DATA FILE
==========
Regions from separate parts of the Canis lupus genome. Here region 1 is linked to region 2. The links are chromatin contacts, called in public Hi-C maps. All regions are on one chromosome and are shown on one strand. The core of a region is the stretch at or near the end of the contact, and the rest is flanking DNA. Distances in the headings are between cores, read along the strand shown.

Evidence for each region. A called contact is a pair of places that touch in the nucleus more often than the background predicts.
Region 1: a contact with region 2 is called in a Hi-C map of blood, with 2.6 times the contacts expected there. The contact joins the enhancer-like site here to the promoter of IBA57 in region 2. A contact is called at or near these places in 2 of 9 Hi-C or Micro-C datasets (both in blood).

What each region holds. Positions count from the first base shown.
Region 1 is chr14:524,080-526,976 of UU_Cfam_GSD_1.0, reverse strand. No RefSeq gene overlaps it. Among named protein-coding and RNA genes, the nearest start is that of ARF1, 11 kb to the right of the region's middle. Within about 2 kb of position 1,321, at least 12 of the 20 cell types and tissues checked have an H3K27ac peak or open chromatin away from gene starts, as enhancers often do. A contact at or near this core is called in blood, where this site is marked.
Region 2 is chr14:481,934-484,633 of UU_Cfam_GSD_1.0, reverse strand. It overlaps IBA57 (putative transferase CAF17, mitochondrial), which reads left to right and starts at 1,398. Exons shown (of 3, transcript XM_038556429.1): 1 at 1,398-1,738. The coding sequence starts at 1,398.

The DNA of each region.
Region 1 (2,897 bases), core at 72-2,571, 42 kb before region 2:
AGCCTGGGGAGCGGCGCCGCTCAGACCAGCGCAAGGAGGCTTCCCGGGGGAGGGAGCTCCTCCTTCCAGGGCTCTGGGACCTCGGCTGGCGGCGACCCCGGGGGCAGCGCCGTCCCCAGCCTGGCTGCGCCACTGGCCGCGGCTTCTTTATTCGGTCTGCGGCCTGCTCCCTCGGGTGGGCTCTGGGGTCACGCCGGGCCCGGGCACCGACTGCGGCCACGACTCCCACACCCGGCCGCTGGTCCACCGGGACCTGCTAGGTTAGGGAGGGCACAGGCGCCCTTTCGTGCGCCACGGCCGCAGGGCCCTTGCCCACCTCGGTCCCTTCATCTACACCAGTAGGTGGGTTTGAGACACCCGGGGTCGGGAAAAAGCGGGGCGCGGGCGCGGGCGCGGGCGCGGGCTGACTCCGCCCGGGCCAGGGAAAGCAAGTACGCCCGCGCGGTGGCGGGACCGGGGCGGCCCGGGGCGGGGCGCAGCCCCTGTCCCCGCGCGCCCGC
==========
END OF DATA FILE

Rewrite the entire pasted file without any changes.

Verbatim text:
Regions from separate parts of the Canis lupus genome. Here region 1 is linked to region 2. The links are chromatin contacts, called in public Hi-C maps. All regions are on one chromosome and are shown on one strand. The core of a region is the stretch at or near the end of the contact, and the rest is flanking DNA. Distances in the headings are between cores, read along the strand shown.

Evidence for each region. A called contact is a pair of places that touch in the nucleus more often than the background predicts.
Region 1: a contact with region 2 is called in a Hi-C map of blood, with 2.6 times the contacts expected there. The contact joins the enhancer-like site here to the promoter of IBA57 in region 2. A contact is called at or near these places in 2 of 9 Hi-C or Micro-C datasets (both in blood).

What each region holds. Positions count from the first base shown.
Region 1 is chr14:524,080-526,976 of UU_Cfam_GSD_1.0, reverse strand. No RefSeq gene overlaps it. Among named protein-coding and RNA genes, the nearest start is that of ARF1, 11 kb to the right of the region's middle. Within about 2 kb of position 1,321, at least 12 of the 20 cell types and tissues checked have an H3K27ac peak or open chromatin away from gene starts, as enhancers often do. A contact at or near this core is called in blood, where this site is marked.
Region 2 is chr14:481,934-484,633 of UU_Cfam_GSD_1.0, reverse strand. It overlaps IBA57 (putative transferase CAF17, mitochondrial), which reads left to right and starts at 1,398. Exons shown (of 3, transcript XM_038556429.1): 1 at 1,398-1,738. The coding sequence starts at 1,398.

The DNA of each region.
Region 1 (2,897 bases), core at 72-2,571, 42 kb before region 2:
AGCCTGGGGAGCGGCGCCGCTCAGACCAGCGCAAGGAGGCTTCCCGGGGGAGGGAGCTCCTCCTTCCAGGGCTCTGGGACCTCGGCTGGCGGCGACCCCGGGGGCAGCGCCGTCCCCAGCCTGGCTGCGCCACTGGCCGCGGCTTCTTTATTCGGTCTGCGGCCTGCTCCCTCGGGTGGGCTCTGGGGTCACGCCGGGCCCGGGCACCGACTGCGGCCACGACTCCCACACCCGGCCGCTGGTCCACCGGGACCTGCTAGGTTAGGGAGGGCACAGGCGCCCTTTCGTGCGCCACGGCCGCAGGGCCCTTGCCCACCTCGGTCCCTTCATCTACACCAGTAGGTGGGTTTGAGACACCCGGGGTCGGGAAAAAGCGGGGCGCGGGCGCGGGCGCGGGCGCGGGCTGACTCCGCCCGGGCCAGGGAAAGCAAGTACGCCCGCGCGGTGGCGGGACCGGGGCGGCCCGGGGCGGGGCGCAGCCCCTGTCCCCGCGCGCCCGC